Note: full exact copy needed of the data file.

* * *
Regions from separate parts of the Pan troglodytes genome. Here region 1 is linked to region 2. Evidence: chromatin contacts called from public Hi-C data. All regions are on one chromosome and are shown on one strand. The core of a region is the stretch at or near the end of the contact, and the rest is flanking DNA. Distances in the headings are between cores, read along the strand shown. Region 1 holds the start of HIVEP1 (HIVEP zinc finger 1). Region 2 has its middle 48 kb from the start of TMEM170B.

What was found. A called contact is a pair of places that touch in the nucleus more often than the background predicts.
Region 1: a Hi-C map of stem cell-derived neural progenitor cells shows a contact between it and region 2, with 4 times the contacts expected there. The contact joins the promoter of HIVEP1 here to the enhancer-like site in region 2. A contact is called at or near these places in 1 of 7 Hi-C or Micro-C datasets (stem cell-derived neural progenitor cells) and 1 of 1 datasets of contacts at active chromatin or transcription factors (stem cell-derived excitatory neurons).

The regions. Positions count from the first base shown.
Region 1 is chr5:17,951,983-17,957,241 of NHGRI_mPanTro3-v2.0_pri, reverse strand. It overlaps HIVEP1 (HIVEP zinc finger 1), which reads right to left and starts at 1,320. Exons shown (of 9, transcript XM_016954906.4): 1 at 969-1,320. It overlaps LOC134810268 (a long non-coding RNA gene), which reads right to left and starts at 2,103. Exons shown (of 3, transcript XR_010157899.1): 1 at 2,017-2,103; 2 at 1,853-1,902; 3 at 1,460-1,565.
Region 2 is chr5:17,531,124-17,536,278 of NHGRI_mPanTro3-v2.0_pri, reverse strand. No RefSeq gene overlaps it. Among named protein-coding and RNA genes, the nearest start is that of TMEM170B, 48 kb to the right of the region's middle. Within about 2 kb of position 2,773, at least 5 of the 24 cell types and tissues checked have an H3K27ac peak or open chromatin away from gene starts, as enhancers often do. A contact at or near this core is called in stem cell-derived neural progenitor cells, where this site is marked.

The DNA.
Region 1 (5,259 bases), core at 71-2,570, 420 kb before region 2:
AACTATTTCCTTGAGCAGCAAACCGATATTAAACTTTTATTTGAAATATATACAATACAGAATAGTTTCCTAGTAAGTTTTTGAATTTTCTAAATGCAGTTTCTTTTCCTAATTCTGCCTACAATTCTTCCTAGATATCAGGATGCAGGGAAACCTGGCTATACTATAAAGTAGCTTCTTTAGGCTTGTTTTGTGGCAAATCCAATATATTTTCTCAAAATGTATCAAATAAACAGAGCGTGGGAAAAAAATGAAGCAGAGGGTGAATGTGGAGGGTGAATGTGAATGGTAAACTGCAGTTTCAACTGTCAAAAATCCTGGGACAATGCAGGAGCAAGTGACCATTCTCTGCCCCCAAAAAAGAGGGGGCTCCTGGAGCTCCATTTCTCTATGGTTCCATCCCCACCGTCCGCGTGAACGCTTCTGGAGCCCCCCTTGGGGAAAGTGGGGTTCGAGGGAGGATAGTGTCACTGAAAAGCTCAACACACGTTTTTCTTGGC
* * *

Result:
Regions from separate parts of the Pan troglodytes genome. Here region 1 is linked to region 2. Evidence: chromatin contacts called from public Hi-C data. All regions are on one chromosome and are shown on one strand. The core of a region is the stretch at or near the end of the contact, and the rest is flanking DNA. Distances in the headings are between cores, read along the strand shown. Region 1 holds the start of HIVEP1 (HIVEP zinc finger 1). Region 2 has its middle 48 kb from the start of TMEM170B.

What was found. A called contact is a pair of places that touch in the nucleus more often than the background predicts.
Region 1: a Hi-C map of stem cell-derived neural progenitor cells shows a contact between it and region 2, with 4 times the contacts expected there. The contact joins the promoter of HIVEP1 here to the enhancer-like site in region 2. A contact is called at or near these places in 1 of 7 Hi-C or Micro-C datasets (stem cell-derived neural progenitor cells) and 1 of 1 datasets of contacts at active chromatin or transcription factors (stem cell-derived excitatory neurons).

The regions. Positions count from the first base shown.
Region 1 is chr5:17,951,983-17,957,241 of NHGRI_mPanTro3-v2.0_pri, reverse strand. It overlaps HIVEP1 (HIVEP zinc finger 1), which reads right to left and starts at 1,320. Exons shown (of 9, transcript XM_016954906.4): 1 at 969-1,320. It overlaps LOC134810268 (a long non-coding RNA gene), which reads right to left and starts at 2,103. Exons shown (of 3, transcript XR_010157899.1): 1 at 2,017-2,103; 2 at 1,853-1,902; 3 at 1,460-1,565.
Region 2 is chr5:17,531,124-17,536,278 of NHGRI_mPanTro3-v2.0_pri, reverse strand. No RefSeq gene overlaps it. Among named protein-coding and RNA genes, the nearest start is that of TMEM170B, 48 kb to the right of the region's middle. Within about 2 kb of position 2,773, at least 5 of the 24 cell types and tissues checked have an H3K27ac peak or open chromatin away from gene starts, as enhancers often do. A contact at or near this core is called in stem cell-derived neural progenitor cells, where this site is marked.

The DNA.
Region 1 (5,259 bases), core at 71-2,570, 420 kb before region 2:
AACTATTTCCTTGAGCAGCAAACCGATATTAAACTTTTATTTGAAATATATACAATACAGAATAGTTTCCTAGTAAGTTTTTGAATTTTCTAAATGCAGTTTCTTTTCCTAATTCTGCCTACAATTCTTCCTAGATATCAGGATGCAGGGAAACCTGGCTATACTATAAAGTAGCTTCTTTAGGCTTGTTTTGTGGCAAATCCAATATATTTTCTCAAAATGTATCAAATAAACAGAGCGTGGGAAAAAAATGAAGCAGAGGGTGAATGTGGAGGGTGAATGTGAATGGTAAACTGCAGTTTCAACTGTCAAAAATCCTGGGACAATGCAGGAGCAAGTGACCATTCTCTGCCCCCAAAAAAGAGGGGGCTCCTGGAGCTCCATTTCTCTATGGTTCCATCCCCACCGTCCGCGTGAACGCTTCTGGAGCCCCCCTTGGGGAAAGTGGGGTTCGAGGGAGGATAGTGTCACTGAAAAGCTCAACACACGTTTTTCTTGGC